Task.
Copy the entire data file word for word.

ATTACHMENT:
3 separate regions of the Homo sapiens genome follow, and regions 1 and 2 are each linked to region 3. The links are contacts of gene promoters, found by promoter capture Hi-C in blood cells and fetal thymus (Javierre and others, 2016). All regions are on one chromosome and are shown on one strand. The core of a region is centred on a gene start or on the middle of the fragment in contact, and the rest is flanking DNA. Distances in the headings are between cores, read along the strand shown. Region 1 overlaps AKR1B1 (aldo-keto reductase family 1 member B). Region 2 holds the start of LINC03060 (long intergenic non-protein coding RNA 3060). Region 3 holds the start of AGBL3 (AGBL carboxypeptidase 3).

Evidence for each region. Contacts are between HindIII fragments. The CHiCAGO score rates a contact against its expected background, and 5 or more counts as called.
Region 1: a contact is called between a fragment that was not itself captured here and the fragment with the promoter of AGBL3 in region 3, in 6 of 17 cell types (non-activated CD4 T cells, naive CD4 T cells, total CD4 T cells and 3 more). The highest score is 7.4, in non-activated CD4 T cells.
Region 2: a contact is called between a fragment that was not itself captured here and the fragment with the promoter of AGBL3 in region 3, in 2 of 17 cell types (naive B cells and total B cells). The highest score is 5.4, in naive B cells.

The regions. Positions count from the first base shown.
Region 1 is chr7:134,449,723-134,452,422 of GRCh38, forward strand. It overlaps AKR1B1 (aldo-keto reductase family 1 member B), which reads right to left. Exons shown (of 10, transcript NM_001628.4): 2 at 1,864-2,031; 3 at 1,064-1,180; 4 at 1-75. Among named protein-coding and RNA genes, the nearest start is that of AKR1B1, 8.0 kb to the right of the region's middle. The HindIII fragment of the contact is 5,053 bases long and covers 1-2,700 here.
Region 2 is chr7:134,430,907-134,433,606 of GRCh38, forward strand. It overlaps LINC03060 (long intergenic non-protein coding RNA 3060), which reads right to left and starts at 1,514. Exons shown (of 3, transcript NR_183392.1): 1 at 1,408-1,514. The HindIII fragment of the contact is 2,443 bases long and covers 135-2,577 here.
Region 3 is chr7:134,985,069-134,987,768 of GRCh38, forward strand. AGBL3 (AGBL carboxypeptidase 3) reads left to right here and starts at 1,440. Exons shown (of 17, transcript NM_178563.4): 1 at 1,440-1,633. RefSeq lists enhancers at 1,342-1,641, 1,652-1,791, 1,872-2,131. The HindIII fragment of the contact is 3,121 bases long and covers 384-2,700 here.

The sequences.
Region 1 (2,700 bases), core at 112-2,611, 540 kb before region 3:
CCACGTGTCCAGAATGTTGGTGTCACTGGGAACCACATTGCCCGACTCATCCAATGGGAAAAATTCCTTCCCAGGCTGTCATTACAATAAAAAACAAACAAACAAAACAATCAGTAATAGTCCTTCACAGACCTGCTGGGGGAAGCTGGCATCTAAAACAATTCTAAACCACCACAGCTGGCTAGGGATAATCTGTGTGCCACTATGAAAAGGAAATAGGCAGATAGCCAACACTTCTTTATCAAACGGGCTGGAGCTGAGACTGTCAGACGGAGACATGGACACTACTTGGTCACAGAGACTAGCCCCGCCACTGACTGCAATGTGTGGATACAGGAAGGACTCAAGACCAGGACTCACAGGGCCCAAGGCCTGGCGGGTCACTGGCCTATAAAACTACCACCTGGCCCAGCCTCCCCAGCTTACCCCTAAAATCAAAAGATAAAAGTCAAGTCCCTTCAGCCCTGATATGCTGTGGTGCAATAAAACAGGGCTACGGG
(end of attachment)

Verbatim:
3 separate regions of the Homo sapiens genome follow, and regions 1 and 2 are each linked to region 3. The links are contacts of gene promoters, found by promoter capture Hi-C in blood cells and fetal thymus (Javierre and others, 2016). All regions are on one chromosome and are shown on one strand. The core of a region is centred on a gene start or on the middle of the fragment in contact, and the rest is flanking DNA. Distances in the headings are between cores, read along the strand shown. Region 1 overlaps AKR1B1 (aldo-keto reductase family 1 member B). Region 2 holds the start of LINC03060 (long intergenic non-protein coding RNA 3060). Region 3 holds the start of AGBL3 (AGBL carboxypeptidase 3).

Evidence for each region. Contacts are between HindIII fragments. The CHiCAGO score rates a contact against its expected background, and 5 or more counts as called.
Region 1: a contact is called between a fragment that was not itself captured here and the fragment with the promoter of AGBL3 in region 3, in 6 of 17 cell types (non-activated CD4 T cells, naive CD4 T cells, total CD4 T cells and 3 more). The highest score is 7.4, in non-activated CD4 T cells.
Region 2: a contact is called between a fragment that was not itself captured here and the fragment with the promoter of AGBL3 in region 3, in 2 of 17 cell types (naive B cells and total B cells). The highest score is 5.4, in naive B cells.

The regions. Positions count from the first base shown.
Region 1 is chr7:134,449,723-134,452,422 of GRCh38, forward strand. It overlaps AKR1B1 (aldo-keto reductase family 1 member B), which reads right to left. Exons shown (of 10, transcript NM_001628.4): 2 at 1,864-2,031; 3 at 1,064-1,180; 4 at 1-75. Among named protein-coding and RNA genes, the nearest start is that of AKR1B1, 8.0 kb to the right of the region's middle. The HindIII fragment of the contact is 5,053 bases long and covers 1-2,700 here.
Region 2 is chr7:134,430,907-134,433,606 of GRCh38, forward strand. It overlaps LINC03060 (long intergenic non-protein coding RNA 3060), which reads right to left and starts at 1,514. Exons shown (of 3, transcript NR_183392.1): 1 at 1,408-1,514. The HindIII fragment of the contact is 2,443 bases long and covers 135-2,577 here.
Region 3 is chr7:134,985,069-134,987,768 of GRCh38, forward strand. AGBL3 (AGBL carboxypeptidase 3) reads left to right here and starts at 1,440. Exons shown (of 17, transcript NM_178563.4): 1 at 1,440-1,633. RefSeq lists enhancers at 1,342-1,641, 1,652-1,791, 1,872-2,131. The HindIII fragment of the contact is 3,121 bases long and covers 384-2,700 here.

The sequences.
Region 1 (2,700 bases), core at 112-2,611, 540 kb before region 3:
CCACGTGTCCAGAATGTTGGTGTCACTGGGAACCACATTGCCCGACTCATCCAATGGGAAAAATTCCTTCCCAGGCTGTCATTACAATAAAAAACAAACAAACAAAACAATCAGTAATAGTCCTTCACAGACCTGCTGGGGGAAGCTGGCATCTAAAACAATTCTAAACCACCACAGCTGGCTAGGGATAATCTGTGTGCCACTATGAAAAGGAAATAGGCAGATAGCCAACACTTCTTTATCAAACGGGCTGGAGCTGAGACTGTCAGACGGAGACATGGACACTACTTGGTCACAGAGACTAGCCCCGCCACTGACTGCAATGTGTGGATACAGGAAGGACTCAAGACCAGGACTCACAGGGCCCAAGGCCTGGCGGGTCACTGGCCTATAAAACTACCACCTGGCCCAGCCTCCCCAGCTTACCCCTAAAATCAAAAGATAAAAGTCAAGTCCCTTCAGCCCTGATATGCTGTGGTGCAATAAAACAGGGCTACGGG